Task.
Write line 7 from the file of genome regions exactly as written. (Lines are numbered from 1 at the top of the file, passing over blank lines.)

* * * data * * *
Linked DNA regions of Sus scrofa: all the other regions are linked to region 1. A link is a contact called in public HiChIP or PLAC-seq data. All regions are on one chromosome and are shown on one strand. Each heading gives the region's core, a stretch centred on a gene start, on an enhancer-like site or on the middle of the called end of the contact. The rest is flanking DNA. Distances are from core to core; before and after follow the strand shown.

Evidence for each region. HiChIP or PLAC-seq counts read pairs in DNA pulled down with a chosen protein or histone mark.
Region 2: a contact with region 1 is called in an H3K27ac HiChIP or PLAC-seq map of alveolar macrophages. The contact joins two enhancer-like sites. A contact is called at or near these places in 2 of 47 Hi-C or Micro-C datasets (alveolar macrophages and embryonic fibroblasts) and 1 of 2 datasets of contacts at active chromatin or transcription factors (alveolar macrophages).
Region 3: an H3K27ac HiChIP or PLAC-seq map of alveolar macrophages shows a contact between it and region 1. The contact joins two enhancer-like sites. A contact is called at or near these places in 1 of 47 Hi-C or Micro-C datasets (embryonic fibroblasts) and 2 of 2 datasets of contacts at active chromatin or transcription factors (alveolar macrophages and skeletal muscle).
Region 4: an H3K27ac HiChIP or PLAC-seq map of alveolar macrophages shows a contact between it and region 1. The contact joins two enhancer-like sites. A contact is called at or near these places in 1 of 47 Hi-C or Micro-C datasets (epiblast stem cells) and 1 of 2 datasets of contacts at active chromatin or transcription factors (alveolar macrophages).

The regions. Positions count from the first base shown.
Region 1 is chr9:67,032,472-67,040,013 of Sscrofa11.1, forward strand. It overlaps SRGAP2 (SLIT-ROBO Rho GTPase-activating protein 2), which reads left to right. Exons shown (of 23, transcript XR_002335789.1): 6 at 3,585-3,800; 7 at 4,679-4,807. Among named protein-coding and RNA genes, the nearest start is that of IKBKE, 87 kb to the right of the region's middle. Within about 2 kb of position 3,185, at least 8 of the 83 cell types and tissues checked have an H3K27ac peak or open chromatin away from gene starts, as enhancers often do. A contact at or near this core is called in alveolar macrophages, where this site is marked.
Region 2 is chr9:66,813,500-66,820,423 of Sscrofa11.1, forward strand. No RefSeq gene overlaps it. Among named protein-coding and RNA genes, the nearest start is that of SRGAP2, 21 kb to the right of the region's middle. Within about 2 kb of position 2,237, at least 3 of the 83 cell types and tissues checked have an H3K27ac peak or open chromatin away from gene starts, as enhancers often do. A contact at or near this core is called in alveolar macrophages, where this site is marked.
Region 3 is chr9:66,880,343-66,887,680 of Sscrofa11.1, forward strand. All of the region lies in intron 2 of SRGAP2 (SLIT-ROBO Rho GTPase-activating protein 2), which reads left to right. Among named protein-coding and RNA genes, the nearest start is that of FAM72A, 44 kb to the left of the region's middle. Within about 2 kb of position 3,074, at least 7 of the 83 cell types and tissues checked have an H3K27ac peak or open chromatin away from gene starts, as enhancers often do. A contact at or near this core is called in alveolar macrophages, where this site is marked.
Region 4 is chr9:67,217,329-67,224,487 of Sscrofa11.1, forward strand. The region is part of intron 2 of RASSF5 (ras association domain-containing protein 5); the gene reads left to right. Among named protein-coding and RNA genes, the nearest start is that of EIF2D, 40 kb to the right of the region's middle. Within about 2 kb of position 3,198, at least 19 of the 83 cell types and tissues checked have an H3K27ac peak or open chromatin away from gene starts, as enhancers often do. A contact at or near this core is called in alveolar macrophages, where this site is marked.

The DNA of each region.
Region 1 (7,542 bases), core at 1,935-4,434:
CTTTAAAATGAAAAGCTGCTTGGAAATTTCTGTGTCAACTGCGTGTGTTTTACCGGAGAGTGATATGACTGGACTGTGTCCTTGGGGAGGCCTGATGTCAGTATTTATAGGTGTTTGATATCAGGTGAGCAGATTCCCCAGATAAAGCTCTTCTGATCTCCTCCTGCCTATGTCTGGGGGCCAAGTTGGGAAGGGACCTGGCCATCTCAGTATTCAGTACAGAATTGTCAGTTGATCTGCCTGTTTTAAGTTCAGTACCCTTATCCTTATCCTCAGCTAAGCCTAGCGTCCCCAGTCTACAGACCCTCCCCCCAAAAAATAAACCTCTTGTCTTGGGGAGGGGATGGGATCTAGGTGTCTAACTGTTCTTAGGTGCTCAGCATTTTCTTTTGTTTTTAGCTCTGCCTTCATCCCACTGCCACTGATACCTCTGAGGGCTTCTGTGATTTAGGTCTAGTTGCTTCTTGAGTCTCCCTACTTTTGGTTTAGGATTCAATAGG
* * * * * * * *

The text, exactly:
Region 1 is chr9:67,032,472-67,040,013 of Sscrofa11.1, forward strand. It overlaps SRGAP2 (SLIT-ROBO Rho GTPase-activating protein 2), which reads left to right. Exons shown (of 23, transcript XR_002335789.1): 6 at 3,585-3,800; 7 at 4,679-4,807. Among named protein-coding and RNA genes, the nearest start is that of IKBKE, 87 kb to the right of the region's middle. Within about 2 kb of position 3,185, at least 8 of the 83 cell types and tissues checked have an H3K27ac peak or open chromatin away from gene starts, as enhancers often do. A contact at or near this core is called in alveolar macrophages, where this site is marked.